Do you have a lot of experience in RF work? Sometimes these concepts are not easy to explain in a post like this. I am not sure your described methodology of connecting the router’s antenna connection to the core’s antenna connection is a good one since you are no longer terminating the output impedance of the transmitter correctly. The value you get could be higher or lower depending on a lot of factors, but it pretty much can never be correct.
The TI CC3000 returns its RSSI measurement in dBm, that is dB relative to 1 mW, so 0 dBm would represent 1mW of RF power. That would be a lot of power for a receiver input to see and I am sure the TI part’s RF input is not designed for 0 dBm inputs.
Checking the TI part datasheet, on page 6 it lists the maximum input signal level as -10 dBm in 802.11b mode and -20 dBm in 802.11g mode. It also shows the receiver sensitivity in dBm for the various modulation schemes ranging from -75 to -97.5 dBm which represents the minimum signal value needed on the input to properly demodulate the incoming signal.
On the same page you can see the typical transmit power levels ranging from +18.3 to +14 dBm so if you were to reattempt your setup with the router and you did properly terminate the output impedance, you would surely be swamping the RF input on the TI part by several orders of magnitude. Usually in this kind of testing you use either a fixed or variable attenuator to reduce the signal level.
A quick look at the free space path loss for 2.4GHz shows that you are looking at around 60 dB path loss at 20 meters, so it not unreasonable for the receiver to expect signals in the -40 dBm range.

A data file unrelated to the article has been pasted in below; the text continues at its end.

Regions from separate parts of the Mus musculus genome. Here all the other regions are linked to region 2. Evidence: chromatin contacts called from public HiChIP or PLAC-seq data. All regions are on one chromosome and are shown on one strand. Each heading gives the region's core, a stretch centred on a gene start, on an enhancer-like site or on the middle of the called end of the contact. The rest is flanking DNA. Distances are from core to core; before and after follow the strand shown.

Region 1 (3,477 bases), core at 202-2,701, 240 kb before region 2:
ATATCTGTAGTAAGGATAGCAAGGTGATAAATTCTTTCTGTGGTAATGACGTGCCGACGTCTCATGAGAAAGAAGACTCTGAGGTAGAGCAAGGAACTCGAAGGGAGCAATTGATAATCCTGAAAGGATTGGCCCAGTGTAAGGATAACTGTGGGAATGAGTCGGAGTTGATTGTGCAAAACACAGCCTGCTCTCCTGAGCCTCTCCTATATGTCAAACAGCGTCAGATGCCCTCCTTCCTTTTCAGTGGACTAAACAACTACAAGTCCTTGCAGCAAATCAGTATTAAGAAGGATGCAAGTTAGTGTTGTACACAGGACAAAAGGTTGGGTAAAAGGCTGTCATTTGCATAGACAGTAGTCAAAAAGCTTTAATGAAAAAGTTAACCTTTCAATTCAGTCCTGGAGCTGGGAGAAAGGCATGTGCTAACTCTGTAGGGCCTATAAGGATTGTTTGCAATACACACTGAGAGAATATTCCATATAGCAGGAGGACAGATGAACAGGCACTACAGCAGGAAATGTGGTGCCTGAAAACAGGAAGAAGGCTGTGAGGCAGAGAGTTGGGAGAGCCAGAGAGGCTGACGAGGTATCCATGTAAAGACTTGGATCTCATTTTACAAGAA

I think if you had a good test rig with an RF signal generator and proper power levels, you might be able to get the core to show -10 dBm or -20 dBm RSSI levels that are the specified maximum allowable input, but even then I would not bet on it. I think the RSSI measurement is designed for over-the-air attenuated signals and while it is not spec’ed that I could find, they might have designed it for the normally low levels seen at such inputs.
I am also certain that the absolute accuracy of the RSSI value returned is not guaranteed, since I know that measuring received power in chips is hard. The ratiometric differences between return values is likely to be fairly accurate so you can say that a value of -50 dBm is about 10 dBm stronger than -60 dBm.
I think that if you really want to know the limitations of the core’s RSSI values, you will have to borrow some RF test equipment and test it since no one else is counting on using this data in a precise way.